Also Known As: Meprobamate , Equanil, Meprobamate, Miltown
Meprobamate (marketed under the brand names Miltown by Wallace Laboratories, Equanil by Wyeth, and Meprospan) is a carbamate derivative which is used as an anxiolytic drug. It was the best-selling minor tranquilizer for a time, but has largely been replaced by the benzodiazepines.
Meprobamate is licensed for the short-term relief of anxiety, although it is not known whether the purported anti-anxiety effects of meprobamate are separable from its sedative effects. Its effectiveness as a selective agent for the treatment of anxiety has not been proven in humans, and is not used as often as the benzodiazepines for this purpose.
Meprobamate is available in 200 mg and 400 mg tablets for oral administration. Meprobamate is also a component of the combination drug Equagesic (discontinued in the UK in 2002) acting as a muscle relaxant.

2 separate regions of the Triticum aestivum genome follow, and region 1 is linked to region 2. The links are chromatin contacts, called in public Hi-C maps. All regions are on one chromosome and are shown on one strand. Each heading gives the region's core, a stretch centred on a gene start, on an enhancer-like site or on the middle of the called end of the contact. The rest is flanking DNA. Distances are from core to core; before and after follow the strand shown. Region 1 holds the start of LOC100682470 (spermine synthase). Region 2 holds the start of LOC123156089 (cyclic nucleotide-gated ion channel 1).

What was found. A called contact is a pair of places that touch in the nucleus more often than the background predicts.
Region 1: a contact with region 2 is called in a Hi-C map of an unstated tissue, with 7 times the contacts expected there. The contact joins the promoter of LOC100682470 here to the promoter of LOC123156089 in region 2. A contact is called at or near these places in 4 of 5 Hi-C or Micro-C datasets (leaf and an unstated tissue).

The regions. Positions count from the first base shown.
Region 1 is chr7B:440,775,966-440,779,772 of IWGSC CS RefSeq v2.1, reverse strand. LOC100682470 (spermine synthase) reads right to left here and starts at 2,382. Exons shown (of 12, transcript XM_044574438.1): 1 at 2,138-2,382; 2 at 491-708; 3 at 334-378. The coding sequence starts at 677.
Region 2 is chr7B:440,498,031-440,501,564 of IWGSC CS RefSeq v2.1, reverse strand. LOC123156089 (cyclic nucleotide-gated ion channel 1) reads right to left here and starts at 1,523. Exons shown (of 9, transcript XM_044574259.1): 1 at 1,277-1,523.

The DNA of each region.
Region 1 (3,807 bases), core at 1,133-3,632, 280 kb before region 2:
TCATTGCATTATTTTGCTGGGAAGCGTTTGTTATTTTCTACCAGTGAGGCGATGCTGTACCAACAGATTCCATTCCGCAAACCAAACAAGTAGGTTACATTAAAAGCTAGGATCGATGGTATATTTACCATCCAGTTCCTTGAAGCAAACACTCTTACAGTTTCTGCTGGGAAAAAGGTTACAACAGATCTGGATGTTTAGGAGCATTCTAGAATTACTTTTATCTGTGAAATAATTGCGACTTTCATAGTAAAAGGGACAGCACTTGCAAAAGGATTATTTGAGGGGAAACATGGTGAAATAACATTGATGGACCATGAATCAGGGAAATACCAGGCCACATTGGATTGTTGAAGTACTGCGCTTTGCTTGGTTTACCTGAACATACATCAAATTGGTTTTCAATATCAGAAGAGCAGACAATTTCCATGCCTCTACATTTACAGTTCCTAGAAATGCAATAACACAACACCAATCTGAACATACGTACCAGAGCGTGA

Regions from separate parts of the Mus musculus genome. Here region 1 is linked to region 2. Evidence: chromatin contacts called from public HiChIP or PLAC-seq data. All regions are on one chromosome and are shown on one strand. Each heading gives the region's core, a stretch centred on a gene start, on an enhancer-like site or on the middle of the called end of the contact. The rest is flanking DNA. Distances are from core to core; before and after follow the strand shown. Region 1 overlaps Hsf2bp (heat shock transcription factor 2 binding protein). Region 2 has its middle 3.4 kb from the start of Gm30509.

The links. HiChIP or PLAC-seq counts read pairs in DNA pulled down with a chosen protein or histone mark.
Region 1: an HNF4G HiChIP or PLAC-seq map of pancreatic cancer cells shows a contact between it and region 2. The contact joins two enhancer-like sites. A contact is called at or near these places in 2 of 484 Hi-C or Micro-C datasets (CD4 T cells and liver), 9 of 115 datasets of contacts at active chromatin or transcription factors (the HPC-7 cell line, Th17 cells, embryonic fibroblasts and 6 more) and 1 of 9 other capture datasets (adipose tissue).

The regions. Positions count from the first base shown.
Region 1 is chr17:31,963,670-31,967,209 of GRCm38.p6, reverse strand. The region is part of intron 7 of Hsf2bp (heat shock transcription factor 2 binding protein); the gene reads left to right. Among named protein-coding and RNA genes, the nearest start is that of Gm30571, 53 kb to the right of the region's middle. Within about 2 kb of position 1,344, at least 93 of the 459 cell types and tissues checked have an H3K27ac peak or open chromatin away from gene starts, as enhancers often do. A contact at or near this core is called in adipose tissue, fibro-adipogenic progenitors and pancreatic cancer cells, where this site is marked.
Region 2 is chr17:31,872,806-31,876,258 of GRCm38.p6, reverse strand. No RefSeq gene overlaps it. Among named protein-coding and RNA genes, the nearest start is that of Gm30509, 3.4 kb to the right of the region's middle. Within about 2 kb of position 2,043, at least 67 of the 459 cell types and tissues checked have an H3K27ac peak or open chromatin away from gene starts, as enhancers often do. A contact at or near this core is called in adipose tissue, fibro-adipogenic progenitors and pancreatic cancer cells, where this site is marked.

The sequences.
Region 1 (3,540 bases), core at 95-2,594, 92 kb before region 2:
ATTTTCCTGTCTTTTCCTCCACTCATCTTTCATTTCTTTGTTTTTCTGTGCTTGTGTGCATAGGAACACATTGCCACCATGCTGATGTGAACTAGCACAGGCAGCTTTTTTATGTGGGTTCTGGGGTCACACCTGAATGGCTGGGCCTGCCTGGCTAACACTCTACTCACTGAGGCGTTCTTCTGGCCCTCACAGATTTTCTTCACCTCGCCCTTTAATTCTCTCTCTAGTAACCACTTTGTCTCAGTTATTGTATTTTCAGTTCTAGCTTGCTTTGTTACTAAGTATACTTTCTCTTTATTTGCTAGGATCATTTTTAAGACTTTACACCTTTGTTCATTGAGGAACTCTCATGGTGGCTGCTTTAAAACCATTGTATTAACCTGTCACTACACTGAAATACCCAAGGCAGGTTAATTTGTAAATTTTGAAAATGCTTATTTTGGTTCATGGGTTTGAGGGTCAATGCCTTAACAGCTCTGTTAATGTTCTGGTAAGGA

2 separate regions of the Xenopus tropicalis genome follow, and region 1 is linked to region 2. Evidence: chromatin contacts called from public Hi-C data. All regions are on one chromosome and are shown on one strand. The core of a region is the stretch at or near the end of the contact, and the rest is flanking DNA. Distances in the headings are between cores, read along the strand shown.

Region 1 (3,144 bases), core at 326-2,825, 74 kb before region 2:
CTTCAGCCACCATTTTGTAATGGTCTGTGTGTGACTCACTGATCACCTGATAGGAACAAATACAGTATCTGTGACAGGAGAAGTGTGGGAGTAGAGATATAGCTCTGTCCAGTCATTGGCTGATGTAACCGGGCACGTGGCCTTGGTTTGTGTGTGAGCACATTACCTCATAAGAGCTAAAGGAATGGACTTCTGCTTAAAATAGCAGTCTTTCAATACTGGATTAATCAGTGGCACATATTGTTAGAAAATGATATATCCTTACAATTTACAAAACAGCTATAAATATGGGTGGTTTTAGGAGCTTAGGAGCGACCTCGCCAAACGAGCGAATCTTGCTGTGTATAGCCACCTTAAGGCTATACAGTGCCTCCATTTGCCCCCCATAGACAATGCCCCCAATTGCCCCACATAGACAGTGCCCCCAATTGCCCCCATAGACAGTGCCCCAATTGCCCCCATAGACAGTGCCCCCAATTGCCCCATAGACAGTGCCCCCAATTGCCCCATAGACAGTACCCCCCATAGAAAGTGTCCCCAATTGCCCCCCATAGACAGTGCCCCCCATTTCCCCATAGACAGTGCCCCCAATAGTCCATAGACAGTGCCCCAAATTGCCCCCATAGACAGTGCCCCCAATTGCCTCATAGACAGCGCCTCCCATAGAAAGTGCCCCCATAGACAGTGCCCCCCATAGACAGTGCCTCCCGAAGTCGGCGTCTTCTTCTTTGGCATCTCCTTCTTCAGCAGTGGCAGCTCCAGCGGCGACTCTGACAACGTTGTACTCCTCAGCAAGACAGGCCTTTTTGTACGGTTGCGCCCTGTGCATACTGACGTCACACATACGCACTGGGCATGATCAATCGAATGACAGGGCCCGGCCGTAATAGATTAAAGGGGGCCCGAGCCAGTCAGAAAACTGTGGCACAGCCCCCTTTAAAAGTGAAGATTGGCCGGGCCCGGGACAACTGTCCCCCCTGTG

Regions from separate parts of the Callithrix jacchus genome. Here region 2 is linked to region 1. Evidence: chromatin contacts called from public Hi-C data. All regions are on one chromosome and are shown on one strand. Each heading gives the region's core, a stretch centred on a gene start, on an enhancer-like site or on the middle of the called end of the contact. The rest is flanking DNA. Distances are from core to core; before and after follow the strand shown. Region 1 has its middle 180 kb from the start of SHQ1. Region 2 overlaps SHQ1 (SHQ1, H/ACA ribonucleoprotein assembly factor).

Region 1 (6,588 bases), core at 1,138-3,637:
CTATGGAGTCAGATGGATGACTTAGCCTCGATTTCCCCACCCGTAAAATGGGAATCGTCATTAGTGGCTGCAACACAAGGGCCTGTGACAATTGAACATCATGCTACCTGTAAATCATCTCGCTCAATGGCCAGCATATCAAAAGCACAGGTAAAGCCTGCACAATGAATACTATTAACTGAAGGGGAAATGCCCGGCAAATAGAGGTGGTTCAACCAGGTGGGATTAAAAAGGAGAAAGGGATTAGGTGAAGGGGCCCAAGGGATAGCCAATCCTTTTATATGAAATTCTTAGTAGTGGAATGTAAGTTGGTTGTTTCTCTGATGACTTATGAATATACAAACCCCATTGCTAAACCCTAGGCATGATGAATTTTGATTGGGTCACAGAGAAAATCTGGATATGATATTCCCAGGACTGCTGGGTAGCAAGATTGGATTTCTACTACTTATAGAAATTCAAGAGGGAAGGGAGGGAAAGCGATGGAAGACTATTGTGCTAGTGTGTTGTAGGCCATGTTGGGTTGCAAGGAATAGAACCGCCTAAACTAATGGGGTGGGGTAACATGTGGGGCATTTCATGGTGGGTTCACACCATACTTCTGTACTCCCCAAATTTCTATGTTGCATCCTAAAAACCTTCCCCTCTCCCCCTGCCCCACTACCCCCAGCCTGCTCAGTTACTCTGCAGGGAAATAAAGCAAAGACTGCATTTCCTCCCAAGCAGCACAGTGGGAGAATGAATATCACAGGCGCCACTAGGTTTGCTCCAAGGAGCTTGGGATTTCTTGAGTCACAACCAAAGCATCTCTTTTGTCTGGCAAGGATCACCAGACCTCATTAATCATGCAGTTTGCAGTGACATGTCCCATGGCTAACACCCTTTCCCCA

Meprobamate is also found as a component of the combination drug "Stopayne" capsules.
Although it was marketed as being safer, meprobamate has most of the pharmacological effects and dangers of the barbiturates (though it is less sedating at effective doses). It is reported to have some anticonvulsant properties against absence seizures, but can exacerbate generalized tonic-clonic seizures.
Meprobamate's mechanism of action is not completely known. It has been shown in animal studies to have effects at multiple sites in the central nervous system, including the thalamus and limbic system. Meprobamate binds to GABAA receptors which interrupts neuronal communication in the reticular formation and spinal cord, causing sedation and altered perception of pain. It has been shown that meprobamate has the ability to activate currents even in the absence of GABA. It is also a potent adenosine reuptake inhibitor (AdoRI).
Related drugs include carisoprodol (a prodrug of meprobamate) and tybamate.